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Lecture 16 - Helping Pt. 2, Aggression Pt. 1

by: Leslie Ogu

Lecture 16 - Helping Pt. 2, Aggression Pt. 1 PSYC 2012

Marketplace > George Washington University > Psychlogy > PSYC 2012 > Lecture 16 Helping Pt 2 Aggression Pt 1
Leslie Ogu
GPA 3.01

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About this Document

We conclude our discussion on helping, finishing with the bystander effect and how that plays out in a social environment on a daily basis. Then, we begin our lesson on aggression, the factors that...
Social Psychology
Stock, M
Class Notes
social psychology, Aggression, help, social influences, situational influences, big city, small town, urban overload hypothesis, bystander effect, five steps, Event, emergency, notice, reaction, ambiguity, pluralistic ignorance, responsibility, implementa
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This 5 page Class Notes was uploaded by Leslie Ogu on Tuesday March 29, 2016. The Class Notes belongs to PSYC 2012 at George Washington University taught by Stock, M in Fall 2015. Since its upload, it has received 15 views. For similar materials see Social Psychology in Psychlogy at George Washington University.


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Date Created: 03/29/16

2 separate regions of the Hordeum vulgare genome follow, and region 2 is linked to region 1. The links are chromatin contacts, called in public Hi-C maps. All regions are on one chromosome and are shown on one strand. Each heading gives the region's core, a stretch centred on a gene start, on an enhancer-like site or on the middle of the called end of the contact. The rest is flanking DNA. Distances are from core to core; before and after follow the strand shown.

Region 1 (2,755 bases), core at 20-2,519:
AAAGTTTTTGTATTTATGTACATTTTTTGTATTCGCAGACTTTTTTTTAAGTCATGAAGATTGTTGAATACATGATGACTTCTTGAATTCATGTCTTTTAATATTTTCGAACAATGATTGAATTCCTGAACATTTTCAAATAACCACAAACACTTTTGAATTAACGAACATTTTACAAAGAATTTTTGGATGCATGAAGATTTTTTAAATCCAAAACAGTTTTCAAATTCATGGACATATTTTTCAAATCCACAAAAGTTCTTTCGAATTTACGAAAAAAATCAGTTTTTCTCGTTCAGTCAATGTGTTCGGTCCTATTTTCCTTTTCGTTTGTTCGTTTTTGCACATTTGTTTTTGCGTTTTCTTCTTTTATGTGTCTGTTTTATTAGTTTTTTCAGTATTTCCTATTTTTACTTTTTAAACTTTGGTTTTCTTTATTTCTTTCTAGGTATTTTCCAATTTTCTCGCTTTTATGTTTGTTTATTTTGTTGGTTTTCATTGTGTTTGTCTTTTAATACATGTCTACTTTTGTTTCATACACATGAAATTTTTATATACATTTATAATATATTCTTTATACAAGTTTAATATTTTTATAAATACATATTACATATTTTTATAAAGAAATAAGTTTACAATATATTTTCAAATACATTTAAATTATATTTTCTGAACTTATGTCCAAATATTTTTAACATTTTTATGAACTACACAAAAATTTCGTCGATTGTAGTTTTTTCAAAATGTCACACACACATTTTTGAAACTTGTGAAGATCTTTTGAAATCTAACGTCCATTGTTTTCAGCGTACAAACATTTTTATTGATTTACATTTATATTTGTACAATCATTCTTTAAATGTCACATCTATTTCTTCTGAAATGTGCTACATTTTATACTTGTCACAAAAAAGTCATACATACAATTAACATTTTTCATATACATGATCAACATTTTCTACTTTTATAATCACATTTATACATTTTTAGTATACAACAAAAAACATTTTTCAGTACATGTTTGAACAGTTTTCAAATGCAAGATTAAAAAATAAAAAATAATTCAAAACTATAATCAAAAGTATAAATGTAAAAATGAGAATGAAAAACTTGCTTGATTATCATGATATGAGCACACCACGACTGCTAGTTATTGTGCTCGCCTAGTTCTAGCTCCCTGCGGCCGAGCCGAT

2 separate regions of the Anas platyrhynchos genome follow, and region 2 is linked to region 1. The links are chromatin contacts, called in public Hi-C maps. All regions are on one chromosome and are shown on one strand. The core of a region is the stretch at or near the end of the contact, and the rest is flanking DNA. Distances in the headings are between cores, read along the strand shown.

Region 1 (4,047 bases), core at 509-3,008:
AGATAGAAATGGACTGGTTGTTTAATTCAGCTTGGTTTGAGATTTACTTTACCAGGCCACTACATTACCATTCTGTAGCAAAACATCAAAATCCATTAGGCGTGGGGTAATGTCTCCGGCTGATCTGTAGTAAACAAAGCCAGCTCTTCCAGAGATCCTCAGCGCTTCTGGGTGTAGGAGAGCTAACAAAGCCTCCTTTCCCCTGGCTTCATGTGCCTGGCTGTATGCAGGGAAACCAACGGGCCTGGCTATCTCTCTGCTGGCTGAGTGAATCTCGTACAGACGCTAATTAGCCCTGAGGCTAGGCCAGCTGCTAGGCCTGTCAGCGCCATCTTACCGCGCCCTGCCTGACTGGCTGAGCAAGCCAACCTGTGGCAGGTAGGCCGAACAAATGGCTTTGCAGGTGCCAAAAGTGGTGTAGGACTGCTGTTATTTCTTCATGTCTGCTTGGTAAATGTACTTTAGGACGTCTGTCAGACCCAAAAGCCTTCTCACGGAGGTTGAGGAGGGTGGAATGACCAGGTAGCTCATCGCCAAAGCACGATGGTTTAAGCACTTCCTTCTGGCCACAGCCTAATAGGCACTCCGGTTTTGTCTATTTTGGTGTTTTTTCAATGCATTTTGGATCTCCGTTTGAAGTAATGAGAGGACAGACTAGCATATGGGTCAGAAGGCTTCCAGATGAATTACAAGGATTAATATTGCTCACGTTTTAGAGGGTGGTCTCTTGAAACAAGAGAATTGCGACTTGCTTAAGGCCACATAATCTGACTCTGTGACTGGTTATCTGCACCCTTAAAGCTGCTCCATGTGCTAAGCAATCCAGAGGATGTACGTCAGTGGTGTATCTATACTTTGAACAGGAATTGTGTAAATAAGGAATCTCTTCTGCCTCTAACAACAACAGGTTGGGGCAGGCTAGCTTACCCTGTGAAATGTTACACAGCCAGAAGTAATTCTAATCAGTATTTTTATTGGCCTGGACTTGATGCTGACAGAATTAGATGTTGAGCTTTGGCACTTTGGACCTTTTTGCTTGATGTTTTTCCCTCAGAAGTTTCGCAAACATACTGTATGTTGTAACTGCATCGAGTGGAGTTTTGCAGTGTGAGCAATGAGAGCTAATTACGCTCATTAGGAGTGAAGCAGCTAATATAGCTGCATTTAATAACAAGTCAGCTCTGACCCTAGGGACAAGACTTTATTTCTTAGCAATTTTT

Leslie Ogu PSYC 2012  03/28/2016 ­ ​Helping Pt. 2, Aggression Pt. 1    Helping Pt. 2  Situational Influences  ➢ Rural v. Urban Environments  ○ Ex: staged injury experiment  ■ Small Town ­ About 50% of pedestrians offered to help  ■ Large City ­ about 15% of pedestrians offered to help  ➢ Why is there such a big difference?  ○ Urban overload hypothesis:​  people living in cities are constantly  bombarded with stimulation so they keep to themselves to avoid being  overwhelmed  ■ Immediate surroundings matter more than internalized values    Bystander Effect   ➢ Def:​  the more bystanders who witness an emergency, the less likely they are to  help  ➢ Five Steps to Helping ... or Not Helping (Bystander Intervention)   **** KNOW FOR EXAM ****  1. Noticing the Event  a. Preventions of Step 1  i. Distraction ­ other people distract our attention  ii. Manners ­ we don’t stare at others; we keep our eyes to  ourselves  2. Interpreting the event as an emergency  a. Preventions of Step 2  i. Ambiguity  ii. Pluralistic ignorance:​  the state in which people mistakenly  believe that their own thoughts and feelings are different  from those of others, even though everyone’s behavior is the  same  1. Specifically, bystanders assume nothing is wrong in  an emergency because no one else looks concerned  2. Ex: Smoke­filled room study  a. Most people in groups continued to work on  the questionnaire as they coughed and waved  smoke away with their hands  b. People would look at others (saw that they  were working diligently) and kept working  c. They assumed the smoke was from:  i. A leak in the air conditioner  ii. Steam pipes  iii. Chemistry labs in the building  iv. Truth gas  3. Assuming Responsibility  a. Preventions of Step 3  i. Diffusion of Responsibility:​  each bystander’s sense of  responsibility decreases as the number of bystanders  increases  1. When people are alone, they feel responsible  2. When people are with others, everyone places the  responsibility on everyone else  4. Decide How to Help  a. Why don’t people help?  i. Don’t want to appear foolish  b. Preventions of Step 4  i. Lack of knowledge and competence  5. Deciding to Implement the Help  a. Preventions of Step 5  i. Legal Problems  1. Ex: not giving someone CPR because you may do it  wrong  ii. Embarrassment (audience inhibition)  iii. Personal Danger  ➢ How Can Helping Be Increased? (Increasing the likelihood that bystanders will  intervene)  ○ Reduce ambiguity  ○ Increase responsibility  ○ Increase self­awareness  ○ Give specific instructions  ○ Teach people about the bystander effect  ○ It only takes one person to increase helping from others          Aggression Pt. 1  Aggression  ➢ Definition: any form of intentional behavior aimed at doing harm to another  person (who is motivated to avoid such treatment)  ➢ Keys of Aggression:  ○ Intentional Behavior  ○ Aimed at another person  ○ Victim wants to avoid harm  ➢ NOT JUST VIOLENCE  ➢ Types of Aggression  ○ Hostile: the harm inflicted is an end in itself (sole goal is to cause injury or  death to the victim)  ■ Ex: punching someone in a fight  ○ Instrumental:​ the harm inflicted is a means to some other end (intentional  use of harmful behavior so that one can achieve some other goal)  ■ Ex: muggings, football  ○ Relational:​ manipulates social situations  ■ Ex: excluding someone from a group  ➢ Gender Differences  ○ Males are more violent than females in virtually every culture ever studied  ■ Men commit the vast majority of murders  ■ Men comprise the large majority of murder victims  ○ Boys play more aggressive games  ○ Boys like more violent books  ○ Even infant boys show more anger  ○ Men tend to be more ​physically/overtlyaggressive  ■ More violent crimes, such as rape and murder, more aggressive  games  ○ Women tend to be more ​ relationally/covertlaggressive  ■ More exclusion, gossiping  ● Ex: Mean Girls movie  ○ Circumstances matter  ■ Provocation v. No Provocation  ➢ Theories of Aggression  ○ What explains these gender differences?  ■ Physical Characteristics?  ■ Social Roles?  ○ Biological v. Learned Theories of Aggression  ■ Biological Theories of Aggression  ● Instinct Theory (Freud)  ○ Thanatos ­ instinctual drive toward death, resulting in  aggressive behavior  ○ Energy must be turned into something positive/useful  ● Hydraulic Theory:  unexpressed emotions build up and are  explosive  ● Evolutionary Theory:  ​aggression to environmental cues  evolved over evolutionary time because aggression has  helped our ancestors survive  ○ Should aggress less towards genetic relatives  ■ Children living with a stepparent are much  more likely to be fatally abused than children  living with both biological parents  ● Biological Factors  ○ Genetic  ■ Temperament  ○ Neural  ■ Amygdala stimulation related to aggression  ○ Aggression Related Hormones  ■ Testosterone:​  steroid hormone responsible for  the development and maintenance of  masculine characteristics   ● higher levels = more aggression  ■ Serotonin:​  chemical responsible for  maintaining mood balance (deficit of it leads to  depression)  ● lower levels = more aggression  ○ Social Learning Theory:​  we learn social behavior (including aggression)  by observing and imitating and by being rewarded and punished (this is  seen especially with kids)  ■ When aggression is rewarded, it’s more likely to be repeated /  imitated  ■ Direct and vicarious learning  ■ Ex: A bully beats up a kid and gets his lunch money (reward)  ■ Ex: Bandura’s Bobo Doll Studies **  ● Experimental condition ­ children observed adult beat a  “Bobo” doll  ● Control condition ­ Did not observe this  ● Children were then left in room to play with toys, including  Bobo  ● Results ­ Those who observed the adult imitated the  aggressive behavior; Children in the control condition almost  never abused the doll    Alcohol  ➢ Why does alcohol affect aggression?  ○ Lowered inhibitions  ○ Use more primitive brain structure  ■ Reduced cerebral cortex activity  ■ Increased midbrain (limbic system) activity